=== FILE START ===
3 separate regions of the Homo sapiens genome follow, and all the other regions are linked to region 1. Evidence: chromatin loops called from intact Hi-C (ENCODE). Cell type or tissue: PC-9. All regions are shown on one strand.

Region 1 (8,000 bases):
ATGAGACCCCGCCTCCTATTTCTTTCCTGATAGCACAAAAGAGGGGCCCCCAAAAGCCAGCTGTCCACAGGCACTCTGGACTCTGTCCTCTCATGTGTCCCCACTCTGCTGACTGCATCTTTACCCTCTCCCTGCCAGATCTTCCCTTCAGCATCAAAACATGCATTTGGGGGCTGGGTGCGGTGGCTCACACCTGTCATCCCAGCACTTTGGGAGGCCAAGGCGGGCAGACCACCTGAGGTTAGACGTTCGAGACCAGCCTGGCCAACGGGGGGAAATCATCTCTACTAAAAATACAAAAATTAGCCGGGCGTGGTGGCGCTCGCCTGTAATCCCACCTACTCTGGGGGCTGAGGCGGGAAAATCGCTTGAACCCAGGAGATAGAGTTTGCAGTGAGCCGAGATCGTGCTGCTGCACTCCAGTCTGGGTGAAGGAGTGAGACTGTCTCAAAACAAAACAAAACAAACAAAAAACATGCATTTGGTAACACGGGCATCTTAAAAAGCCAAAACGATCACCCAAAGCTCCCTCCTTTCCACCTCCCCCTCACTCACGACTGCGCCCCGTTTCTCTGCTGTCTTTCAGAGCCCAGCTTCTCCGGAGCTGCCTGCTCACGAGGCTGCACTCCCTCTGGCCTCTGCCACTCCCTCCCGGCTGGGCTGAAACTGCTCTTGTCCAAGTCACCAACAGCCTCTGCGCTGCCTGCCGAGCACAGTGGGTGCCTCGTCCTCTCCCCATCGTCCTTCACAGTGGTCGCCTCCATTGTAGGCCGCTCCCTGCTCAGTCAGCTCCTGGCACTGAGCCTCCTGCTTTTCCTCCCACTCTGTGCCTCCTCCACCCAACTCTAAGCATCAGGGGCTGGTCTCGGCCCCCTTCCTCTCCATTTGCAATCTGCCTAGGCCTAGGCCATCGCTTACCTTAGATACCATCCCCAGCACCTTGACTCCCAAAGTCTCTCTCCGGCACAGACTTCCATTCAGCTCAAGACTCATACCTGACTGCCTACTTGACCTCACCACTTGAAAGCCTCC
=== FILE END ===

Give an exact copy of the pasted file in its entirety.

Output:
3 separate regions of the Homo sapiens genome follow, and all the other regions are linked to region 1. Evidence: chromatin loops called from intact Hi-C (ENCODE). Cell type or tissue: PC-9. All regions are shown on one strand.

Region 1 (8,000 bases):
ATGAGACCCCGCCTCCTATTTCTTTCCTGATAGCACAAAAGAGGGGCCCCCAAAAGCCAGCTGTCCACAGGCACTCTGGACTCTGTCCTCTCATGTGTCCCCACTCTGCTGACTGCATCTTTACCCTCTCCCTGCCAGATCTTCCCTTCAGCATCAAAACATGCATTTGGGGGCTGGGTGCGGTGGCTCACACCTGTCATCCCAGCACTTTGGGAGGCCAAGGCGGGCAGACCACCTGAGGTTAGACGTTCGAGACCAGCCTGGCCAACGGGGGGAAATCATCTCTACTAAAAATACAAAAATTAGCCGGGCGTGGTGGCGCTCGCCTGTAATCCCACCTACTCTGGGGGCTGAGGCGGGAAAATCGCTTGAACCCAGGAGATAGAGTTTGCAGTGAGCCGAGATCGTGCTGCTGCACTCCAGTCTGGGTGAAGGAGTGAGACTGTCTCAAAACAAAACAAAACAAACAAAAAACATGCATTTGGTAACACGGGCATCTTAAAAAGCCAAAACGATCACCCAAAGCTCCCTCCTTTCCACCTCCCCCTCACTCACGACTGCGCCCCGTTTCTCTGCTGTCTTTCAGAGCCCAGCTTCTCCGGAGCTGCCTGCTCACGAGGCTGCACTCCCTCTGGCCTCTGCCACTCCCTCCCGGCTGGGCTGAAACTGCTCTTGTCCAAGTCACCAACAGCCTCTGCGCTGCCTGCCGAGCACAGTGGGTGCCTCGTCCTCTCCCCATCGTCCTTCACAGTGGTCGCCTCCATTGTAGGCCGCTCCCTGCTCAGTCAGCTCCTGGCACTGAGCCTCCTGCTTTTCCTCCCACTCTGTGCCTCCTCCACCCAACTCTAAGCATCAGGGGCTGGTCTCGGCCCCCTTCCTCTCCATTTGCAATCTGCCTAGGCCTAGGCCATCGCTTACCTTAGATACCATCCCCAGCACCTTGACTCCCAAAGTCTCTCTCCGGCACAGACTTCCATTCAGCTCAAGACTCATACCTGACTGCCTACTTGACCTCACCACTTGAAAGCCTCC